The Panasonic Lumix DMC-FT5 isn't cheap, but your money is buying a tank-like snapper that's built to last. It's great for the more adventurous traveller who doesn't hanker after extensive manual controls, and anyone who's worried about their kids getting their hands on a more fragile device.
Reliable, predictable image quality and built-in Wi-Fi make the Panasonic Lumix DMC-SZ9 a tempting choice for novice users. Tweaks and options are a little thin on the ground, but the option to add creative filters retrospectively means you can afford to experiment without spoiling your original shots.
If you're searching for a long-zoom camera that falls in between a point-and-shoot and digital SLR experience, look no further than the Panasonic Lumix DMC-FZ200.
The Panasonic Lumix DMC-GH3 is the most serious challenger yet to the dSLR's pro photography crown, with excellent low-light performance.
The Panasonic DMC-SZ7's small size gives little hint to the impressive lens, decent resolution and quality video features packed within. At £200, it's a keenly priced, feature-packed snapper that's perfect for everyday use.
The compact semi-pro Panasonic Lumix DMC-GF5 exceeded my expectations. It does a great job of rendering a high level of detail under all lighting conditions and its low light performance is particularly impressive. With a wide range of lenses, it offers the flexibility of a dSLR without the weight and bulk.
The Panasonic Lumix DMC-SZ5 consistently produced high-quality images in my tests, with good low-light performance, bold colours and a great level of detail, right into the corners of the frame. The built-in Wi-Fi is very tempting as it's been paired with free iOS and Android remote control apps, but rivals with similar specs undercut its price.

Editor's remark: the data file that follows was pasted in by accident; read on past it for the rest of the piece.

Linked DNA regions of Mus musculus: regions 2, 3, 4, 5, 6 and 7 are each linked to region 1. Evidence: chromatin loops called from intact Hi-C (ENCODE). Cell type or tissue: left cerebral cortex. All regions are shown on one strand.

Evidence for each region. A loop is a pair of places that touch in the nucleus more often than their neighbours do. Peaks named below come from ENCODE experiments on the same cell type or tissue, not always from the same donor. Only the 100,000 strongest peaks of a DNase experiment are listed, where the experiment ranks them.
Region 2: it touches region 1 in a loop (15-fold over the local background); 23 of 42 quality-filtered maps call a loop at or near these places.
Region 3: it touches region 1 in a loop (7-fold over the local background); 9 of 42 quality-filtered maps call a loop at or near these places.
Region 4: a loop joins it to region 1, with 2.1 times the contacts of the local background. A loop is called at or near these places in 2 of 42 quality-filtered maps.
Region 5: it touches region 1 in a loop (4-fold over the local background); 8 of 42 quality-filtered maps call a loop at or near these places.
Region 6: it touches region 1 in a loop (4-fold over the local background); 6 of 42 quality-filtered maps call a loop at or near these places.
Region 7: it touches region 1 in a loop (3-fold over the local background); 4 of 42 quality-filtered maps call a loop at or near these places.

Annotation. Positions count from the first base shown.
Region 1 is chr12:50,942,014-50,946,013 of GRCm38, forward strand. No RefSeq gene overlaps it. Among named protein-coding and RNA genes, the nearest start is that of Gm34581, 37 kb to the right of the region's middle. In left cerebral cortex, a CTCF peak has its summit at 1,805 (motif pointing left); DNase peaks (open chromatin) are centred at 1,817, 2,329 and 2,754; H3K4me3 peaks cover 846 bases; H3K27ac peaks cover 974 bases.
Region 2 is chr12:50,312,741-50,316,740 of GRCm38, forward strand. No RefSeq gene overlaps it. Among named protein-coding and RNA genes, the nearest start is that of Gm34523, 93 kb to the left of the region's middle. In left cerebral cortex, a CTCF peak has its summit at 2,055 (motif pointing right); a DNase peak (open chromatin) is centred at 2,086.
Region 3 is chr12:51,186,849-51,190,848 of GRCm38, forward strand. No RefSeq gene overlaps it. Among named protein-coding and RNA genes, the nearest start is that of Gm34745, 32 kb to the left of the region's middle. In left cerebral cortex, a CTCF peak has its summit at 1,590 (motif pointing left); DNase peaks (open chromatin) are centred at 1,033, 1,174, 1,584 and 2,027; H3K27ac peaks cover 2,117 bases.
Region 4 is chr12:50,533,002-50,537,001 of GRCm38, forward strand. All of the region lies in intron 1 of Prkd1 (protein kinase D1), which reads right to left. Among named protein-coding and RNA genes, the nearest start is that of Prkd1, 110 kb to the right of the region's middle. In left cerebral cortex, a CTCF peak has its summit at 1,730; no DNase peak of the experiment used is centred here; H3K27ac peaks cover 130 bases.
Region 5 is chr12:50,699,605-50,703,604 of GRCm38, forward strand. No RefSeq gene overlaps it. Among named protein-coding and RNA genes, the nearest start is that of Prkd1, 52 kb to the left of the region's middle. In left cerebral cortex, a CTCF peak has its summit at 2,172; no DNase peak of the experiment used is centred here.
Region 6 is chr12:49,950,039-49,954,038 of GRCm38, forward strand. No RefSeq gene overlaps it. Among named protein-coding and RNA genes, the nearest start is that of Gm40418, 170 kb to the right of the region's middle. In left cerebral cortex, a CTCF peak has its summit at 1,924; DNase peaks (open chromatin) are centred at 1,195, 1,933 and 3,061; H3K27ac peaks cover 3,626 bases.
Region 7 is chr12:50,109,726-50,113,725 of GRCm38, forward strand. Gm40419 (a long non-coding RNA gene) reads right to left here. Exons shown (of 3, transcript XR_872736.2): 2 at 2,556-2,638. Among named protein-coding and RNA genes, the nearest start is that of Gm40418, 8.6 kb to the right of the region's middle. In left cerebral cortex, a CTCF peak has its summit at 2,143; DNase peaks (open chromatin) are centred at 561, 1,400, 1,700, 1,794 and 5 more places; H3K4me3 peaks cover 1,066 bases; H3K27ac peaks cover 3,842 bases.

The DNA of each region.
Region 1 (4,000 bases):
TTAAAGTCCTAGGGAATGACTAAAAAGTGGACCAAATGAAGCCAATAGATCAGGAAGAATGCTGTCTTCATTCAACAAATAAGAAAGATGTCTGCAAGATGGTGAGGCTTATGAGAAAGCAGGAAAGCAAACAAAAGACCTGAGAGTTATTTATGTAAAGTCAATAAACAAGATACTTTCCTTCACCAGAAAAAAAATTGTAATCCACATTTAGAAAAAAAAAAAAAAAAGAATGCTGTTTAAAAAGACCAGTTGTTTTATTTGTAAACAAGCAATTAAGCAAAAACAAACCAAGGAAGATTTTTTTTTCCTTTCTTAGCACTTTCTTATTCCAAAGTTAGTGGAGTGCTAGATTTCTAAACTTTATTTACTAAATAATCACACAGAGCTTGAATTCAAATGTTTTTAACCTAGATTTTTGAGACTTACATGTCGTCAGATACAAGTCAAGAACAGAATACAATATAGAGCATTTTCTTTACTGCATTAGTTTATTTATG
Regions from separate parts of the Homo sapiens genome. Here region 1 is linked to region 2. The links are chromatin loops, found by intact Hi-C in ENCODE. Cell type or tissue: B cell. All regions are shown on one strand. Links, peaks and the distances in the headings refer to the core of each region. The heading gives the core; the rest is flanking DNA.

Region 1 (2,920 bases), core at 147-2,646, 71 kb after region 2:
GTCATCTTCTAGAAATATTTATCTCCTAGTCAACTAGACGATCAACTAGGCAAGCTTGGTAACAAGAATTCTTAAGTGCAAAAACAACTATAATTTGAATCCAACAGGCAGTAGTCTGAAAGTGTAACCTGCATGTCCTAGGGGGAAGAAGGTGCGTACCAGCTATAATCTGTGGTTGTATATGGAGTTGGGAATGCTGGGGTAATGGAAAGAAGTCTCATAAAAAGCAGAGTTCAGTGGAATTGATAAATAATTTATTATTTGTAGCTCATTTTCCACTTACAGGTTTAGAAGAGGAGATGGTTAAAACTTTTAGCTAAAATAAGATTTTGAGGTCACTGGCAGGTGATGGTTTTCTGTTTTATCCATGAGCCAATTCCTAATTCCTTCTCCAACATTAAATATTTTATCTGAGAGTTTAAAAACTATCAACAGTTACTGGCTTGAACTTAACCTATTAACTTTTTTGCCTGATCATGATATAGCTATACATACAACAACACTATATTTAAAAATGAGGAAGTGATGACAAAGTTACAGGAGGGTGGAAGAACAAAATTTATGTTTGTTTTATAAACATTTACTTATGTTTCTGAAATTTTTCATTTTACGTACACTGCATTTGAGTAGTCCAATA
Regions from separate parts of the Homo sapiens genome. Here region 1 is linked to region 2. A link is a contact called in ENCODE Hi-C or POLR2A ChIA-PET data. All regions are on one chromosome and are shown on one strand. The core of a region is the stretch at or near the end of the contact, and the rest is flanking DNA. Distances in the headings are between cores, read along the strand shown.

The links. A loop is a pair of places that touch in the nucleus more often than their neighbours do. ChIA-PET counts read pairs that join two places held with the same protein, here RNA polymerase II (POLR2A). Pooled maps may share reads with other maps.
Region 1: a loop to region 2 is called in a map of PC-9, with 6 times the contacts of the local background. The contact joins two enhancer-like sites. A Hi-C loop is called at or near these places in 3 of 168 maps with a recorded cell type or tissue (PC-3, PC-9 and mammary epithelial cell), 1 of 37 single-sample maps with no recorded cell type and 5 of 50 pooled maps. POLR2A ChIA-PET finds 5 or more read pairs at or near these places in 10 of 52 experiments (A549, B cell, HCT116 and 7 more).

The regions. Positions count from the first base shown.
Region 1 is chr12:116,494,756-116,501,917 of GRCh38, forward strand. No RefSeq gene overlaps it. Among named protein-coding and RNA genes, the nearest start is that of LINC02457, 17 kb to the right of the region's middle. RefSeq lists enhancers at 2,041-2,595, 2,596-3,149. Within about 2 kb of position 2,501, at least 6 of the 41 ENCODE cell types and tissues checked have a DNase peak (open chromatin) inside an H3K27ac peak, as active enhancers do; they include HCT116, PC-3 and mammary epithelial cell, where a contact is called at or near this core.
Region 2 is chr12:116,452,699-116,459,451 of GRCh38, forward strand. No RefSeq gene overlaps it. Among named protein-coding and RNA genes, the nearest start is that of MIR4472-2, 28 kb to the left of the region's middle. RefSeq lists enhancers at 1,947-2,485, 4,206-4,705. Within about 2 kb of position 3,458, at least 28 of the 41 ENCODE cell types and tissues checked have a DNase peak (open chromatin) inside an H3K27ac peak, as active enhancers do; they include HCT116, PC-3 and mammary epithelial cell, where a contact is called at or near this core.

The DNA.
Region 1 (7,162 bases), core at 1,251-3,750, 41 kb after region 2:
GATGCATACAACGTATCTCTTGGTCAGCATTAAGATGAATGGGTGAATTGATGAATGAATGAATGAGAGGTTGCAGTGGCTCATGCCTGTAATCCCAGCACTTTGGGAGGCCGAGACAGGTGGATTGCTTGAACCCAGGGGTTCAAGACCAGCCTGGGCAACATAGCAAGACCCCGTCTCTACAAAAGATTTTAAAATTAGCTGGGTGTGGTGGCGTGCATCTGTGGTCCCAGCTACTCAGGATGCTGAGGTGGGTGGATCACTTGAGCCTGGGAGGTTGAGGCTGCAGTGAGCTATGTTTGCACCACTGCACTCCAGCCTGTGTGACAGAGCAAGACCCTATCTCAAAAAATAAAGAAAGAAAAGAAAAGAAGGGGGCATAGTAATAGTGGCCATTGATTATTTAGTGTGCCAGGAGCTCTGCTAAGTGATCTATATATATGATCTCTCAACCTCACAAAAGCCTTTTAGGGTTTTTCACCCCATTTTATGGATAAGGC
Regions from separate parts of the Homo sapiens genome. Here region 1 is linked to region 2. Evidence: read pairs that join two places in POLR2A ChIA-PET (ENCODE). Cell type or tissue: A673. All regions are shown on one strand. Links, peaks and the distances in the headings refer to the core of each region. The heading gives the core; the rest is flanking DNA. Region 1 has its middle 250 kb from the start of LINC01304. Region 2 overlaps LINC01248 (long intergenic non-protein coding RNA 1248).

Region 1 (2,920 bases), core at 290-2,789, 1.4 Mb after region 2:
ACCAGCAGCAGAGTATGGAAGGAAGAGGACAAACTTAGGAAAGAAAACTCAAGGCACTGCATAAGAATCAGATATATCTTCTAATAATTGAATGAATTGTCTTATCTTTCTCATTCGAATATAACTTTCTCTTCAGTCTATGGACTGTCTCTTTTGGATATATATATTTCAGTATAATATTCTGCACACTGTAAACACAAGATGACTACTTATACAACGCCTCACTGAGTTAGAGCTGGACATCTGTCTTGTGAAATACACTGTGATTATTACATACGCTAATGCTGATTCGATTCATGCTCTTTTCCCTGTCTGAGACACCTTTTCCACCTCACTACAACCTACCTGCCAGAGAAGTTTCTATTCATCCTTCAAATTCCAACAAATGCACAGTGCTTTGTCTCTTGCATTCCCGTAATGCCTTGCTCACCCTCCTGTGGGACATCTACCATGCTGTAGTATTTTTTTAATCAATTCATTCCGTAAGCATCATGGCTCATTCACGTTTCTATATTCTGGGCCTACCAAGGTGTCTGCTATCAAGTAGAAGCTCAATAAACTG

A supremely tactile camera, the Panasonic Lumix DMC-LX7 is one compact you'll really enjoy using. The wide aperture at either end of the zoom allows for some shallow depths of field and attractive defocused areas, but check out the similar EX2F from Samsung before buying.
The replacement for the G3, the G5, brings its autofocus system up to the latest generation.
A good choice for beginners and less confident users, the Panasonic Lumix DMC-FX80 takes care of the technical side of photography while you concentrate on finding good subjects and framing them. Light and slim, it's one to slip in your pocket for impromptu, spontaneous snaps.
While it doesn't offer much for upgraders, the Panasonic Lumix DMC-TS4 is still a very good rugged camera.
With a long zoom and loads of physical controls, the Panasonic Lumix DMC-TZ25 is keenly priced and produced consistently sharp, accurate and vibrant results. A great choice for less savvy photographers, the easy access to aperture and shutter priority modes offers plenty of incentive to step away from just auto shooting.
The Panasonic Lumix DMC-3D1 offers true innovation that makes 3D photography and video shooting easy and intuitive. It's expensive, but you're paying for a lot of duplicated technology under the hood here. It looks good, it's fun to use, and it put in a good test performance overall.
You can't fault the Panasonic Lumix DMC-FT20's rugged build quality. It's perfect if you need a go-anywhere pocket camera that you won't fear bashing around or getting wet. However, if picture quality is more important to you than a tough exterior, you might be underwhelmed by its results.
Great fun to use and packed with useful features, the sturdy Panasonic Lumix DMC-TZ30 isn't cheap, but it has built-in GPS to geotag your photos, good low-light performance and an impressive movie mode. If you're looking to upgrade your snapper before your next holiday, this is certainly one to consider.
The Panasonic Lumix DMC-ZS20's 20x zoom lens might be the main attraction, but the camera is all-around excellent.
While adding Wi-Fi to a point-and-shoot is a solid way to compete with smartphones, Panasonic fumbles it a bit with the Lumix DMC-FX90.
A highly configurable camera that will appeal directly to the more ambitious photographer. Excellent low-light performance, accurate colour reproduction and sharp, noise-free results at even fairly middling sensitivity mean you'll have trouble finding a more flexible, dependable model than the Panasonic Lumix GX1.